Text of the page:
"There are time considerations, too," says Cleveland A. Christophe, managing partner at TSG Capital Group L.L.C. in Stamford, Connecticut, an $800 million fund that acquires and provides expansion capital to companies that focus on serving fast-growing, underserved ethnic markets. "No private equity investor wants to be your partner forever. Each investment group has a defined life -- we're willing to wait as long as four to seven years -- but there has to be an exit strategy that will provide investors with their return."

Although private equity investors are extremely profit-oriented, there are exceptions -- especially local groups that have alternative goals. "We have $63 million in our fund, which we invest primarily to create jobs and stimulate economic growth," says Kathryn Wylde, president and CEO of the New York City Investment Fund. "With our focus on New York, we believe a significant portion of our investments will go to minority entrepreneurs." The fund's backers, including some of the city's leading companies and institutions, expect a return of principal after 15 years, but not necessarily profits.

Even such civic-minded private equity investors insist on a clear exit strategy for the ventures they back. In general, there are several ways in which these investors can recover their money:

PUBLIC OFFERING. Some companies will grow to the point that shares can be sold to the public, often at a vast profit to investors. An IPO raises capital through federally registered and underwritten sales of the company's shares. Venture capitalists who were in the right place at the right time have been known to post 100:1 returns within three years. (That's certainly the exception and not the rule.) If your company goes public, you'll likely hold on to a significant block of shares, perhaps enough for effective control, but you'll be subject to numerous requirements for public disclosure of the company's operations.

BUYOUT. A buy-sell agreement stipulates that any owner of a partnership or corporation must sell back shares at a predetermined price upon separation. Your company may be acquired by another company, public or private. "That's what happened to my California TV operations," says Douglas. "My backers told me it would be like selling my first child -- and they were right."

REFINANCING. If your company grows impressively, your level of cash flow and profitability may support a large bank loan. You might use the proceeds from this loan to buy out your private equity investors. This may truly be the win-win outcome: investors get their money and you get to keep ownership of your company.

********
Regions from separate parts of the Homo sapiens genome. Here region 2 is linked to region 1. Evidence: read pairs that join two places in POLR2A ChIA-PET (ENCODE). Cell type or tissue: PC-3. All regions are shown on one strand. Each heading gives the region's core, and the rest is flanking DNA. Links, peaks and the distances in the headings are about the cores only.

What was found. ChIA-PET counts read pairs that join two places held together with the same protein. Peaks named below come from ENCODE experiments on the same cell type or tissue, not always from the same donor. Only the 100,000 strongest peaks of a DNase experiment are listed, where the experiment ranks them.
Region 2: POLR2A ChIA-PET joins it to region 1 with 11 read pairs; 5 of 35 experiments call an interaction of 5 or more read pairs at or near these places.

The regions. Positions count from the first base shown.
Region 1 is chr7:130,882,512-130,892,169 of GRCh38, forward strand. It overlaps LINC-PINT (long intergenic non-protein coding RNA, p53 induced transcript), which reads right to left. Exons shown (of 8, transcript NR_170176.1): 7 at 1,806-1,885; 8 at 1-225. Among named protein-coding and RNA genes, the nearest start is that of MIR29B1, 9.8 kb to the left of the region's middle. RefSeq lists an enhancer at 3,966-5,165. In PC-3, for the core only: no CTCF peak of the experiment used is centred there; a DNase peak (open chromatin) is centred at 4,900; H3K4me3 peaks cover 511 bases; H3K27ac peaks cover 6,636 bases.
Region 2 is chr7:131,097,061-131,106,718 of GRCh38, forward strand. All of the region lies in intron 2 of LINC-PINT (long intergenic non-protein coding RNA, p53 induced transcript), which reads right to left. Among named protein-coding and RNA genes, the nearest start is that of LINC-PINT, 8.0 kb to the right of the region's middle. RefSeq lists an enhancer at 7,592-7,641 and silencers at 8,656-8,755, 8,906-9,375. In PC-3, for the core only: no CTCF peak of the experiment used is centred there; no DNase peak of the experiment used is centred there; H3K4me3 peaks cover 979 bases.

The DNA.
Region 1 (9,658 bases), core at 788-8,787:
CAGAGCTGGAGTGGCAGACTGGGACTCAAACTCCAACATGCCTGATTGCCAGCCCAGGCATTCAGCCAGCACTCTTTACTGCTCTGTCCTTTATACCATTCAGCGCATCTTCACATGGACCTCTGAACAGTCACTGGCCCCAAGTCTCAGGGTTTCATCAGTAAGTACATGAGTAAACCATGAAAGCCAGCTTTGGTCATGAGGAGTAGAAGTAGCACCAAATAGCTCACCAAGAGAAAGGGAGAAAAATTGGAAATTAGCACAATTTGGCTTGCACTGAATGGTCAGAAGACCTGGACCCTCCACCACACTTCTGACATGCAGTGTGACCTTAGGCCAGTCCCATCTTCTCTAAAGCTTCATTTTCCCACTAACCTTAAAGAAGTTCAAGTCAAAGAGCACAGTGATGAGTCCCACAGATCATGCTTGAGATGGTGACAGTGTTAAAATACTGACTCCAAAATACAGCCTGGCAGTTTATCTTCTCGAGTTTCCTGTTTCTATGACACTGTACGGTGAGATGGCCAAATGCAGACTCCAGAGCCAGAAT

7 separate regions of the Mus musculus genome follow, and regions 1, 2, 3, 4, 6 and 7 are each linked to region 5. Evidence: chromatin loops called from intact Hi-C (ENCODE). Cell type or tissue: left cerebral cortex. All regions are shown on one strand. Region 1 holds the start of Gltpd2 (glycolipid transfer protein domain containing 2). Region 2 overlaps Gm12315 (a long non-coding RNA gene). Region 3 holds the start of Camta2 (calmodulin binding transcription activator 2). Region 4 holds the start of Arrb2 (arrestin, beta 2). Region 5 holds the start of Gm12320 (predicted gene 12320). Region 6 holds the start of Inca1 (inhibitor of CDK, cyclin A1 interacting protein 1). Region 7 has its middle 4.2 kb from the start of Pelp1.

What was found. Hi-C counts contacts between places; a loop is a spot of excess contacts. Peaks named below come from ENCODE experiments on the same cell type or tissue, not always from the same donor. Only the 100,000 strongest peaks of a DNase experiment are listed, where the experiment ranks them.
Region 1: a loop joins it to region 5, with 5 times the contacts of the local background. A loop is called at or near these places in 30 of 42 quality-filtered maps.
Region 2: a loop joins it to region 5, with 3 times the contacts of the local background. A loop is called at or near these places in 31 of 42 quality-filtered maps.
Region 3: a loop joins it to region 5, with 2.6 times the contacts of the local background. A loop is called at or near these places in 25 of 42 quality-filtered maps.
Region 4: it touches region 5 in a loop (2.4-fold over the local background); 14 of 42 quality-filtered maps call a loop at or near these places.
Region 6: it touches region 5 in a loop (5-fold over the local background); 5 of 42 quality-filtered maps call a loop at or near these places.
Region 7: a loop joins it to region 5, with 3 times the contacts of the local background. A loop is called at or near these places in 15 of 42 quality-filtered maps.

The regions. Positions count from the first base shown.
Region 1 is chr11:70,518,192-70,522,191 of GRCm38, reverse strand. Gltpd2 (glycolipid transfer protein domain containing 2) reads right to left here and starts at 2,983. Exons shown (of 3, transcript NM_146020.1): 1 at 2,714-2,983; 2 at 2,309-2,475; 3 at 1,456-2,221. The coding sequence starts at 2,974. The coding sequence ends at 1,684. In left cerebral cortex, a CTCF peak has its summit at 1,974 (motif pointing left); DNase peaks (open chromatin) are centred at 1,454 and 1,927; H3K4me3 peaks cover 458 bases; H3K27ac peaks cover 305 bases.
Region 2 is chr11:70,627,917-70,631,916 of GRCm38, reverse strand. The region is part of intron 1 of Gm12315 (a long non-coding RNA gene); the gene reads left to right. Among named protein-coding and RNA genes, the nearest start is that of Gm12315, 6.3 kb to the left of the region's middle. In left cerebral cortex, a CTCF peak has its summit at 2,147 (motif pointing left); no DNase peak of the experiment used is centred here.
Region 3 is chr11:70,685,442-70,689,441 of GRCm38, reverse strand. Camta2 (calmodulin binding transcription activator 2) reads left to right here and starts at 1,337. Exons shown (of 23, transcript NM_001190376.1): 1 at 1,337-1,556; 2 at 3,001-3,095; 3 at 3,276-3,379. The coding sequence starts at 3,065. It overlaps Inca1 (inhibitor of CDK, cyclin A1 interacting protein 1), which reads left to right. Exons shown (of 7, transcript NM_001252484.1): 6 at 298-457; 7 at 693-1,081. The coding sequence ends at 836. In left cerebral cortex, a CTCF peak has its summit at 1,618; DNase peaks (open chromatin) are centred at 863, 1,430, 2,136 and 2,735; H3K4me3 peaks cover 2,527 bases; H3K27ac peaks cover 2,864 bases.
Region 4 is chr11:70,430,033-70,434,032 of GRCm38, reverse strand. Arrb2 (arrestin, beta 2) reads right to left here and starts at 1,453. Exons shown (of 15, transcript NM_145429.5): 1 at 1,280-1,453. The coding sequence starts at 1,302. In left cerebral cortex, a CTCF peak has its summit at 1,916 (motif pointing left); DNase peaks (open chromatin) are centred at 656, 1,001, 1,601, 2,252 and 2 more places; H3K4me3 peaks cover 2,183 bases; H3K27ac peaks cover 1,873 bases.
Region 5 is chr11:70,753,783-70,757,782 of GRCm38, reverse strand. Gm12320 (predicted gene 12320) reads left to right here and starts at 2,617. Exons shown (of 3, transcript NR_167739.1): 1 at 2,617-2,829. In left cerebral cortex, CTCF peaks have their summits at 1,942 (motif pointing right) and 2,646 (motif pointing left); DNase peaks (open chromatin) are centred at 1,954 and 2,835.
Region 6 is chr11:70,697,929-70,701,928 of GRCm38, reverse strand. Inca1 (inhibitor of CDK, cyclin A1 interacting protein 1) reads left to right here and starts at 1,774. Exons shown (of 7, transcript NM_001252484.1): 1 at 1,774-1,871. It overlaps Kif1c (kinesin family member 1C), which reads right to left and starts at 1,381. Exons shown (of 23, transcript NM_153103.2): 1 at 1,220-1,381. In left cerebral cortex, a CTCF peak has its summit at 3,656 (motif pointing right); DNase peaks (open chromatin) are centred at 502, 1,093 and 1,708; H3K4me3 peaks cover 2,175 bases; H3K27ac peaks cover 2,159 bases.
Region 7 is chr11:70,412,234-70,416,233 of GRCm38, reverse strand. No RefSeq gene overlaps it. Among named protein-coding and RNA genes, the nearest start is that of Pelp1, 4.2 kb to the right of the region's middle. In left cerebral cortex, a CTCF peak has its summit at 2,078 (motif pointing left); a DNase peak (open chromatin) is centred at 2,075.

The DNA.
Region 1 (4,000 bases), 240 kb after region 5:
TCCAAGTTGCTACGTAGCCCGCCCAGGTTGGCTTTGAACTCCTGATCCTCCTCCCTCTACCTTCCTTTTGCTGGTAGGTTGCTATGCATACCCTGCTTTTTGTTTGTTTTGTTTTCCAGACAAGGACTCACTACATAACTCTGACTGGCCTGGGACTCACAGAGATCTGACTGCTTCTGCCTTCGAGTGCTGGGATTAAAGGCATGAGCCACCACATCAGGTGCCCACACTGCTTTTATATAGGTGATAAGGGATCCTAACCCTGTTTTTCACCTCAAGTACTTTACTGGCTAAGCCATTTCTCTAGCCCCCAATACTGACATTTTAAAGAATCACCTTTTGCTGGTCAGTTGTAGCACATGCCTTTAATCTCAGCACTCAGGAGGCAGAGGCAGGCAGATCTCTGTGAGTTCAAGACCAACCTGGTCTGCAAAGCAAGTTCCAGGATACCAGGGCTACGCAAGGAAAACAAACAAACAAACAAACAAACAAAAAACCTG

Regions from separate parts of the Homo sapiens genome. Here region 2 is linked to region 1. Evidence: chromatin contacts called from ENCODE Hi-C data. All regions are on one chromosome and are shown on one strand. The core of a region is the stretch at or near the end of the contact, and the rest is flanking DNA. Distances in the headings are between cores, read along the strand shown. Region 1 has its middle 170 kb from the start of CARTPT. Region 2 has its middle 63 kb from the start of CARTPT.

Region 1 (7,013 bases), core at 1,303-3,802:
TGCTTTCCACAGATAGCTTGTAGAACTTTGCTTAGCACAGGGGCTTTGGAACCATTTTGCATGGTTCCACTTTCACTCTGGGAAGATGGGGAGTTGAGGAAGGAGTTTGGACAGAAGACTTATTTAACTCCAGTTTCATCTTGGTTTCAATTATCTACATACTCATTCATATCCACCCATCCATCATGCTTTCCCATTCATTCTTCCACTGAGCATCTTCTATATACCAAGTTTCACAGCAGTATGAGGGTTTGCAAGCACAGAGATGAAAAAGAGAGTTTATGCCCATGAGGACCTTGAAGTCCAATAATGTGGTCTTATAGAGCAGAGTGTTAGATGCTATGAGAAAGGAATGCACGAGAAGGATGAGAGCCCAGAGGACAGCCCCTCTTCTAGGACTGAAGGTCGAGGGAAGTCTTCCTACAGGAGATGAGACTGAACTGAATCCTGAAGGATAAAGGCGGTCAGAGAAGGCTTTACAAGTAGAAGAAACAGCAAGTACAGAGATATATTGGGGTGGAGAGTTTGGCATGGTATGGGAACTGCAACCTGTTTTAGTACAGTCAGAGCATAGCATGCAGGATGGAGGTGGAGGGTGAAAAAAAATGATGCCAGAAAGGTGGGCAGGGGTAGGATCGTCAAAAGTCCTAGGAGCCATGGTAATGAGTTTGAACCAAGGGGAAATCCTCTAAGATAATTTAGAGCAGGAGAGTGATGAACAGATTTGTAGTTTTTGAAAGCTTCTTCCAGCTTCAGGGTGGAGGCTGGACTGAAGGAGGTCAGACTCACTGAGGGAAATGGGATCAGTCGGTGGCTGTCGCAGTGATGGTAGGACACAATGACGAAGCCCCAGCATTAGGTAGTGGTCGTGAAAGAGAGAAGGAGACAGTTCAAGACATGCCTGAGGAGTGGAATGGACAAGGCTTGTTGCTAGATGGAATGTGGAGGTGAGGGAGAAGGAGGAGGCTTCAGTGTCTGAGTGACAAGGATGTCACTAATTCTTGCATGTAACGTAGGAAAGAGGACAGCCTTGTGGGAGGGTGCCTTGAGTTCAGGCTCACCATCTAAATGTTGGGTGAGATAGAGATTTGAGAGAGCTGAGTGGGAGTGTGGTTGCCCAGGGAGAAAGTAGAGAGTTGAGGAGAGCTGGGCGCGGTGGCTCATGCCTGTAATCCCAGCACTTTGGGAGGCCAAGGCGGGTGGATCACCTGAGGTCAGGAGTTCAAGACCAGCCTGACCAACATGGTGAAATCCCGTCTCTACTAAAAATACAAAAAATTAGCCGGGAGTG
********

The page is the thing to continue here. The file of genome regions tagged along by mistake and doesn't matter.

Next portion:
LIQUIDATION. In essence, you sell the assets of the business and everyone divides the cash, pro rata. "The first private equity venture that I was involved with wound up with a sale," says Ron Thompson, 49, now the chairman of Midwest Stamping & Manufacturing Co. in Bowling Green, Ohio. "The second time, though, it made more sense to just sell off the assets. The business had a great deal of retained earnings, which were distributed among all of the owners."

Naturally, you can't know when you launch a venture how it will end three, six or 12 years into the future. "Nevertheless," says Christophe, "possible exit strategies should be discussed right from the beginning so you have an idea of how things will wind up. There shouldn't be any major surprises down the road." Although there are exceptions, if you're hoping to build a business that will remain in your family for generations, you may not be an ideal candidate for private equity funding.


If you're willing to play by the rules, how can you attract private equity funding and cut the best deal? As might be expected, entrepreneurs and private equity pros have slightly different perspectives. Entrepreneurs see having the right personality (that is, fierce determination) and an intriguing concept as primary draws. Investment professionals stress willingness to do the research necessary to find a suitable venture capitalitalist, as well as the ability to present a sound business plan.

"You need to start out with the right concept," says Thompson, "then sell that concept to one or more private equity firms. Once you have your backers on board, you can go looking for the right acquisition."

That was the case with his present venture, Thompson says. He determined that there would be a consolidation among automotive suppliers, with the survivors rapidly increasing market share. "With private equity support, I put together a $90 million buyout in 1993. Since then, we've doubled our business."

Thompson was successful in his bid for acquisition funding because his growth strategy made sense to the right investors. "If you want to get private equity funding, you need to show that you can assemble a complete management team and operate the company successfully," he adds.

What about going in the other direction: finding a target company, negotiating a purchase price and then seeking the money from investors? "I wouldn't recommend that," says Thompson. "These [buy and sell] transactions tend to move quickly, so you don't want to delay the sale looking for capital. Sellers are more interested in getting the deal done than in negotiating a higher price that won't materialize."

Entrepreneur turned business owner Dumas M. Simeus of Simeus Foods International in Mansfield, Texas (No. 15 on BE INDUSTRIAl/SERVICE 100 LIST), says that private equity sources look for knowledge, experience and passion -- with the latter perhaps the most important. "Venture capitalists will back you only if they're convinced that running this business will dominate your life. They put extreme importance on your past experience in running a business and your ability to consistently deliver the bottom line. You have to convince them that you'll devote all your energy to making the company succeed." What's more, private equity investors generally demand that an entrepreneur make a substantial investment of personal wealth in the deal, enough so that he or she won't likely walk away.